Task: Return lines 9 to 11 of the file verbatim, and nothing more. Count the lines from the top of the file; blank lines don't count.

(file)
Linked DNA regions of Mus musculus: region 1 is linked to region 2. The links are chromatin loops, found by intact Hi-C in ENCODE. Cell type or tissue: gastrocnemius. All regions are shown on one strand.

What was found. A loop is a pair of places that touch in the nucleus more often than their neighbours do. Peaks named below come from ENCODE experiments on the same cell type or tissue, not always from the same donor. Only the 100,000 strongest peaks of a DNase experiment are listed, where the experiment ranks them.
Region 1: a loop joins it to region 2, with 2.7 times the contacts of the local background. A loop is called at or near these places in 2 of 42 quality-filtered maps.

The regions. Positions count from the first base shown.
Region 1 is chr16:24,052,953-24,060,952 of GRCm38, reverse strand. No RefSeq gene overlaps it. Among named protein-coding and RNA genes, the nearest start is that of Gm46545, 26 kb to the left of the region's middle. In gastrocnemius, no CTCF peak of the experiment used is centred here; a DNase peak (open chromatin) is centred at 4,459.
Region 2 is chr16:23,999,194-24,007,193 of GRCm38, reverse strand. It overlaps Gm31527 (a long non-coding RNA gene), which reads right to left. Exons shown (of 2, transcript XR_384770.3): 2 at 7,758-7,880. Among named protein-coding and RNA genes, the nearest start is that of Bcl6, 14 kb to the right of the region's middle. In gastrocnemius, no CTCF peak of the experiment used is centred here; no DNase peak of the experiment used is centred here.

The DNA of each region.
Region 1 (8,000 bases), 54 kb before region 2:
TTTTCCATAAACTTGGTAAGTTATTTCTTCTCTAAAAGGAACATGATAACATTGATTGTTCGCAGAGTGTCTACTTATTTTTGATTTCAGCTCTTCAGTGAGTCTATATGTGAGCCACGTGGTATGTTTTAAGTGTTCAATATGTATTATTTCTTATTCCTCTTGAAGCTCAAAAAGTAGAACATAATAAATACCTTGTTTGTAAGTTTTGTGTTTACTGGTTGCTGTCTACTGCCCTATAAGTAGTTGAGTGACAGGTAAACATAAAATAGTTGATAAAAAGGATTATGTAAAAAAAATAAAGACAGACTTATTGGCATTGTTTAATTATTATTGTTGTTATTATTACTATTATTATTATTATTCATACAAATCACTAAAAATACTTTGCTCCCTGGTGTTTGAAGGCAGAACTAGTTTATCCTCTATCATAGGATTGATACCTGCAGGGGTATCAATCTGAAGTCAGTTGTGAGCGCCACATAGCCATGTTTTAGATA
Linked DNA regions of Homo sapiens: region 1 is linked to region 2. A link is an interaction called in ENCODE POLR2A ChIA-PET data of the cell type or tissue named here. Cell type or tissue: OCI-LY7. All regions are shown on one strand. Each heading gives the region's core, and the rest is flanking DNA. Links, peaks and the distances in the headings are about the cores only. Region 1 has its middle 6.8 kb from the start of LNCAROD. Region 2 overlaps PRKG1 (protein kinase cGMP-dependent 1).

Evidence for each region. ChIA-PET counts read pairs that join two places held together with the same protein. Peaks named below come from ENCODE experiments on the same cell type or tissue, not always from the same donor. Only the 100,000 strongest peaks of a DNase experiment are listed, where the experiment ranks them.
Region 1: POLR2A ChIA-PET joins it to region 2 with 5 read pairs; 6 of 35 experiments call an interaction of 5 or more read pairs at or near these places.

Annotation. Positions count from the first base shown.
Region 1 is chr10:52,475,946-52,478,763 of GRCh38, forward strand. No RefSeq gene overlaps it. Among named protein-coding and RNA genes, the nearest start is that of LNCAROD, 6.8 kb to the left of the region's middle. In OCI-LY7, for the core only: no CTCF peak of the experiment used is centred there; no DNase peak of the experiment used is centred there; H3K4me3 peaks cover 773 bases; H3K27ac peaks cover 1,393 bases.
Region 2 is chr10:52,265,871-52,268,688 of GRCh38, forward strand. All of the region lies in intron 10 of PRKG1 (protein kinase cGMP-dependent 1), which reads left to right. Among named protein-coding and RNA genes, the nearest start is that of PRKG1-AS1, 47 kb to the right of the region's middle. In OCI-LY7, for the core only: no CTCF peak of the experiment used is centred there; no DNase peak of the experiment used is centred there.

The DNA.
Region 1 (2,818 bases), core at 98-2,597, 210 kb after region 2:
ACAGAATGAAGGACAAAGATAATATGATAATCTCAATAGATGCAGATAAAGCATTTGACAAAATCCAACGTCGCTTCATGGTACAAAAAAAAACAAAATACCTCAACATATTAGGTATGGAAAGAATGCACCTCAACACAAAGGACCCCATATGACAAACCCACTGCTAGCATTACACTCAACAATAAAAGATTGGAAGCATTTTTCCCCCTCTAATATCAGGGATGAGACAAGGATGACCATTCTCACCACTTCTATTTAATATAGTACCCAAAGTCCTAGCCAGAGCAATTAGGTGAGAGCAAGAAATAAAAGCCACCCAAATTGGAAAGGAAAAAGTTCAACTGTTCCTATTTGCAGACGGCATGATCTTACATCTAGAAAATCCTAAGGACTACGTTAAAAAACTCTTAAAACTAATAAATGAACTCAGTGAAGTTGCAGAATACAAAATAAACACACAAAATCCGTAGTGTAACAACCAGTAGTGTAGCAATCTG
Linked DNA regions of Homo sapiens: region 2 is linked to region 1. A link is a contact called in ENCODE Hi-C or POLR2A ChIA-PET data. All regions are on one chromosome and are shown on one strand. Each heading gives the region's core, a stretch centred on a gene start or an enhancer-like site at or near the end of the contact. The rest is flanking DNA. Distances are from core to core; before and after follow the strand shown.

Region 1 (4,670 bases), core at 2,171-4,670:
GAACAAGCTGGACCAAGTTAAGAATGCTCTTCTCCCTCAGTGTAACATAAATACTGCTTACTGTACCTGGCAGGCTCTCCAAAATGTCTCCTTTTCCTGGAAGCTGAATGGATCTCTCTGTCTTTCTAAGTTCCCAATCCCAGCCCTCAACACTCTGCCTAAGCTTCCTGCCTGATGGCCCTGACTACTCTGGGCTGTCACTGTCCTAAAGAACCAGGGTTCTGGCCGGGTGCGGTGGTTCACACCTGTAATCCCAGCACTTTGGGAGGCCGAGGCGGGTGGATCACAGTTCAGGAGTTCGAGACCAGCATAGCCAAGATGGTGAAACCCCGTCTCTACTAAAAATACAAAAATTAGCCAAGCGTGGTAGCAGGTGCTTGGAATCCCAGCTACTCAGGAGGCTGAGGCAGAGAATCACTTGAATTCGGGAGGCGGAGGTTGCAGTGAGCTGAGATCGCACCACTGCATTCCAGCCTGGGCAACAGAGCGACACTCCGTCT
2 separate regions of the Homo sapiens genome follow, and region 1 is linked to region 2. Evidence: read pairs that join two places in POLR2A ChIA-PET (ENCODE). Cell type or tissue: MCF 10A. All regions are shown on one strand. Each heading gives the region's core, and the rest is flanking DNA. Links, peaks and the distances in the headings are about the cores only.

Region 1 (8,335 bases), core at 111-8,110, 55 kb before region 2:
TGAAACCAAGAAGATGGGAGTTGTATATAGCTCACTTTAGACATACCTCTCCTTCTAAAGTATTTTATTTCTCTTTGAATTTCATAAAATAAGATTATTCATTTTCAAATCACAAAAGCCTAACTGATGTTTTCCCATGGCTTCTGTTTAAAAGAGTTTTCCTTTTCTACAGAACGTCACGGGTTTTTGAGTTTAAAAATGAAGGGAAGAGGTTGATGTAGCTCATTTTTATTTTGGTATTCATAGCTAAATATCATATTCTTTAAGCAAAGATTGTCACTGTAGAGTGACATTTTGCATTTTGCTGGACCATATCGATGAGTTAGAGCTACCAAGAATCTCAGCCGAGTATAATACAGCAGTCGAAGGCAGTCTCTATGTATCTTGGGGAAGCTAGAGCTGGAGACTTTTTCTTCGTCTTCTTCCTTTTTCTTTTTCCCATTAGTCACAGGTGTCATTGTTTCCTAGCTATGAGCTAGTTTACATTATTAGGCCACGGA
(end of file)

TTTTCCATAAACTTGGTAAGTTATTTCTTCTCTAAAAGGAACATGATAACATTGATTGTTCGCAGAGTGTCTACTTATTTTTGATTTCAGCTCTTCAGTGAGTCTATATGTGAGCCACGTGGTATGTTTTAAGTGTTCAATATGTATTATTTCTTATTCCTCTTGAAGCTCAAAAAGTAGAACATAATAAATACCTTGTTTGTAAGTTTTGTGTTTACTGGTTGCTGTCTACTGCCCTATAAGTAGTTGAGTGACAGGTAAACATAAAATAGTTGATAAAAAGGATTATGTAAAAAAAATAAAGACAGACTTATTGGCATTGTTTAATTATTATTGTTGTTATTATTACTATTATTATTATTATTCATACAAATCACTAAAAATACTTTGCTCCCTGGTGTTTGAAGGCAGAACTAGTTTATCCTCTATCATAGGATTGATACCTGCAGGGGTATCAATCTGAAGTCAGTTGTGAGCGCCACATAGCCATGTTTTAGATA
Linked DNA regions of Homo sapiens: region 1 is linked to region 2. A link is an interaction called in ENCODE POLR2A ChIA-PET data of the cell type or tissue named here. Cell type or tissue: OCI-LY7. All regions are shown on one strand. Each heading gives the region's core, and the rest is flanking DNA. Links, peaks and the distances in the headings are about the cores only. Region 1 has its middle 6.8 kb from the start of LNCAROD. Region 2 overlaps PRKG1 (protein kinase cGMP-dependent 1).

Evidence for each region. ChIA-PET counts read pairs that join two places held together with the same protein. Peaks named below come from ENCODE experiments on the same cell type or tissue, not always from the same donor. Only the 100,000 strongest peaks of a DNase experiment are listed, where the experiment ranks them.